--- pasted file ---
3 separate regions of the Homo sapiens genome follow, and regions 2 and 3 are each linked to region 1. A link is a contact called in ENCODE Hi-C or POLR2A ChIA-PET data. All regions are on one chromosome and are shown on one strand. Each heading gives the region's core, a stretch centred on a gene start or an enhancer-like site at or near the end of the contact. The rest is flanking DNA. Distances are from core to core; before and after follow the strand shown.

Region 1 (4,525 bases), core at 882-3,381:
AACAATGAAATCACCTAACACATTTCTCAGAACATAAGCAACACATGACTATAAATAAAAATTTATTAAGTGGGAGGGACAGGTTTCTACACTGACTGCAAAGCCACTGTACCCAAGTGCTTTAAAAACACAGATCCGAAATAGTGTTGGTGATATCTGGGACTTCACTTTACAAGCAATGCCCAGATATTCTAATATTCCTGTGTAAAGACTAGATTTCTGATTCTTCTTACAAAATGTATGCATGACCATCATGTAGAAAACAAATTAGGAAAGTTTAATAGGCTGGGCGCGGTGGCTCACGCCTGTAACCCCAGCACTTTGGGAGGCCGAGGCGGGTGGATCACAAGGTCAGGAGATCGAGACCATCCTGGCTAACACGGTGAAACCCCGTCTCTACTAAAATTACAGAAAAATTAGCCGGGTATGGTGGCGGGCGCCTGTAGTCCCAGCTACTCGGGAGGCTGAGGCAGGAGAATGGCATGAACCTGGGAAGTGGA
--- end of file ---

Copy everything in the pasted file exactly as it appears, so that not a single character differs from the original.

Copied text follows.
3 separate regions of the Homo sapiens genome follow, and regions 2 and 3 are each linked to region 1. A link is a contact called in ENCODE Hi-C or POLR2A ChIA-PET data. All regions are on one chromosome and are shown on one strand. Each heading gives the region's core, a stretch centred on a gene start or an enhancer-like site at or near the end of the contact. The rest is flanking DNA. Distances are from core to core; before and after follow the strand shown.

Region 1 (4,525 bases), core at 882-3,381:
AACAATGAAATCACCTAACACATTTCTCAGAACATAAGCAACACATGACTATAAATAAAAATTTATTAAGTGGGAGGGACAGGTTTCTACACTGACTGCAAAGCCACTGTACCCAAGTGCTTTAAAAACACAGATCCGAAATAGTGTTGGTGATATCTGGGACTTCACTTTACAAGCAATGCCCAGATATTCTAATATTCCTGTGTAAAGACTAGATTTCTGATTCTTCTTACAAAATGTATGCATGACCATCATGTAGAAAACAAATTAGGAAAGTTTAATAGGCTGGGCGCGGTGGCTCACGCCTGTAACCCCAGCACTTTGGGAGGCCGAGGCGGGTGGATCACAAGGTCAGGAGATCGAGACCATCCTGGCTAACACGGTGAAACCCCGTCTCTACTAAAATTACAGAAAAATTAGCCGGGTATGGTGGCGGGCGCCTGTAGTCCCAGCTACTCGGGAGGCTGAGGCAGGAGAATGGCATGAACCTGGGAAGTGGA